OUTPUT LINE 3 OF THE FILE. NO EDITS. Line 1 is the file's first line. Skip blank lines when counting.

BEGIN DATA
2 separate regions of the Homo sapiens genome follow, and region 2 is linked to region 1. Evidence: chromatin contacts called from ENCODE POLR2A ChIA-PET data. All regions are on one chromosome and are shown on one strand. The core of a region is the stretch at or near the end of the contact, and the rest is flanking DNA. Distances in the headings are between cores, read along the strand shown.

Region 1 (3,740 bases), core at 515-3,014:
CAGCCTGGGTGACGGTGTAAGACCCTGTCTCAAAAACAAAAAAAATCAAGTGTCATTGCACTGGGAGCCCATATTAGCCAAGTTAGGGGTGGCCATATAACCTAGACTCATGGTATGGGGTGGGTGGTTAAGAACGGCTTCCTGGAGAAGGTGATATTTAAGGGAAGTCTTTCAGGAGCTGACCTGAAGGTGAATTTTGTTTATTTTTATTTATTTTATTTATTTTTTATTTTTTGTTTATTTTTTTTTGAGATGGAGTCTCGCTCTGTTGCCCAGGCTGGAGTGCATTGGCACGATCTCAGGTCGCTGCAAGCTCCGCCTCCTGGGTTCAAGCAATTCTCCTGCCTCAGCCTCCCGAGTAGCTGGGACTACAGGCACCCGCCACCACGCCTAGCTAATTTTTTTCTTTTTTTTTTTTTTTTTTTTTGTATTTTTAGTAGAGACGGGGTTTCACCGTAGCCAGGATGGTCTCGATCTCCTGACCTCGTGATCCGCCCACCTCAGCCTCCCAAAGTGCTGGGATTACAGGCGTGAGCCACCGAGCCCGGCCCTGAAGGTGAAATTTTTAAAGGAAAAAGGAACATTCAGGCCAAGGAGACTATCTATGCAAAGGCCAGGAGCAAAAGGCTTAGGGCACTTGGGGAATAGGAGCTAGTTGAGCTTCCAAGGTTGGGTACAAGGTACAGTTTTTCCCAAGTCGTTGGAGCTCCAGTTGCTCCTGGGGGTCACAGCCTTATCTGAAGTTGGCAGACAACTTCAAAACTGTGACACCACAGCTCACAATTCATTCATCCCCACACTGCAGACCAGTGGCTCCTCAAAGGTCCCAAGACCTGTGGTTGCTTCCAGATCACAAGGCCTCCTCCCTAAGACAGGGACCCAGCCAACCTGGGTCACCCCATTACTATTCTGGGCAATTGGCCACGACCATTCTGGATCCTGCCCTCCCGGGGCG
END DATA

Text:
CAGCCTGGGTGACGGTGTAAGACCCTGTCTCAAAAACAAAAAAAATCAAGTGTCATTGCACTGGGAGCCCATATTAGCCAAGTTAGGGGTGGCCATATAACCTAGACTCATGGTATGGGGTGGGTGGTTAAGAACGGCTTCCTGGAGAAGGTGATATTTAAGGGAAGTCTTTCAGGAGCTGACCTGAAGGTGAATTTTGTTTATTTTTATTTATTTTATTTATTTTTTATTTTTTGTTTATTTTTTTTTGAGATGGAGTCTCGCTCTGTTGCCCAGGCTGGAGTGCATTGGCACGATCTCAGGTCGCTGCAAGCTCCGCCTCCTGGGTTCAAGCAATTCTCCTGCCTCAGCCTCCCGAGTAGCTGGGACTACAGGCACCCGCCACCACGCCTAGCTAATTTTTTTCTTTTTTTTTTTTTTTTTTTTTGTATTTTTAGTAGAGACGGGGTTTCACCGTAGCCAGGATGGTCTCGATCTCCTGACCTCGTGATCCGCCCACCTCAGCCTCCCAAAGTGCTGGGATTACAGGCGTGAGCCACCGAGCCCGGCCCTGAAGGTGAAATTTTTAAAGGAAAAAGGAACATTCAGGCCAAGGAGACTATCTATGCAAAGGCCAGGAGCAAAAGGCTTAGGGCACTTGGGGAATAGGAGCTAGTTGAGCTTCCAAGGTTGGGTACAAGGTACAGTTTTTCCCAAGTCGTTGGAGCTCCAGTTGCTCCTGGGGGTCACAGCCTTATCTGAAGTTGGCAGACAACTTCAAAACTGTGACACCACAGCTCACAATTCATTCATCCCCACACTGCAGACCAGTGGCTCCTCAAAGGTCCCAAGACCTGTGGTTGCTTCCAGATCACAAGGCCTCCTCCCTAAGACAGGGACCCAGCCAACCTGGGTCACCCCATTACTATTCTGGGCAATTGGCCACGACCATTCTGGATCCTGCCCTCCCGGGGCG